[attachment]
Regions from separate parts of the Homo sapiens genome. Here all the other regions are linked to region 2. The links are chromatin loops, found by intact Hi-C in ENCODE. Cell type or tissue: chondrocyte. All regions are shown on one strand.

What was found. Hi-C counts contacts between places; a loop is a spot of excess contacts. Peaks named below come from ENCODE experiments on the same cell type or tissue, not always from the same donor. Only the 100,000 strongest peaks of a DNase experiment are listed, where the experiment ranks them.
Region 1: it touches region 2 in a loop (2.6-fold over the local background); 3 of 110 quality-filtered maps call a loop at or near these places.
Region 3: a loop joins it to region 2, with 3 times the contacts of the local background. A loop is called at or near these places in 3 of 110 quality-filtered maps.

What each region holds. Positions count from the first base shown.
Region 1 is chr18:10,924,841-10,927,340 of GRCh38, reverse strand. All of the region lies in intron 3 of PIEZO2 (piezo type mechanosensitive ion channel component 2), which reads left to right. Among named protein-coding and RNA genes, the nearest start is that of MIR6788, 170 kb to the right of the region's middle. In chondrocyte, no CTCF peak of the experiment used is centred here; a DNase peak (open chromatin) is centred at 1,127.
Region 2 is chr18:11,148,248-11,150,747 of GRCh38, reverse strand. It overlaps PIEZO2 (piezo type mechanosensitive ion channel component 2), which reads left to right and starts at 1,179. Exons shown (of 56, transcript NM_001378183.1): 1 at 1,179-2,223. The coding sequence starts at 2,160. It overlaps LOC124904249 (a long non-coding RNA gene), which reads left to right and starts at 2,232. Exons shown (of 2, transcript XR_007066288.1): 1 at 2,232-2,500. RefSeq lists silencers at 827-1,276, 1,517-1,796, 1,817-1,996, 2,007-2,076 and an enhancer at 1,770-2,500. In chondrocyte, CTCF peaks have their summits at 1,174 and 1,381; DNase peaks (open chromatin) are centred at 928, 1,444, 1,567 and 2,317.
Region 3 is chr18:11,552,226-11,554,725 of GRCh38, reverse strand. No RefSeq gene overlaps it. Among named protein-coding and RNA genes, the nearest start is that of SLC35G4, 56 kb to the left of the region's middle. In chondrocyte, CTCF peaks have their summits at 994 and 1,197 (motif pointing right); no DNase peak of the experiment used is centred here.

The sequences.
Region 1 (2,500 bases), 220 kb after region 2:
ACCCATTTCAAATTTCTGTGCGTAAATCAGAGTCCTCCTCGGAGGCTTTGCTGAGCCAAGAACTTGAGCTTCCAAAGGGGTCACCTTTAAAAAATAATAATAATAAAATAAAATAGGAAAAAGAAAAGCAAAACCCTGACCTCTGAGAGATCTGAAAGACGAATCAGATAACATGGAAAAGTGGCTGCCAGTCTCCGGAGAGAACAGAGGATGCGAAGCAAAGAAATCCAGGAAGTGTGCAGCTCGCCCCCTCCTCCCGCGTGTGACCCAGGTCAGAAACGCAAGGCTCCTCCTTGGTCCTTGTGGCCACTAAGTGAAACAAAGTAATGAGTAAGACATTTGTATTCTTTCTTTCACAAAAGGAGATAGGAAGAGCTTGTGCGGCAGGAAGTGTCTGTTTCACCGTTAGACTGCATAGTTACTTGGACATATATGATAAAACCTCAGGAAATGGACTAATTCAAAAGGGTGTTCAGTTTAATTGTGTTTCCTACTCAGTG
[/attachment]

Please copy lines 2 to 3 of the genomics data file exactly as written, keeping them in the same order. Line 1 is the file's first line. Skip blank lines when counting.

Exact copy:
What was found. Hi-C counts contacts between places; a loop is a spot of excess contacts. Peaks named below come from ENCODE experiments on the same cell type or tissue, not always from the same donor. Only the 100,000 strongest peaks of a DNase experiment are listed, where the experiment ranks them.
Region 1: it touches region 2 in a loop (2.6-fold over the local background); 3 of 110 quality-filtered maps call a loop at or near these places.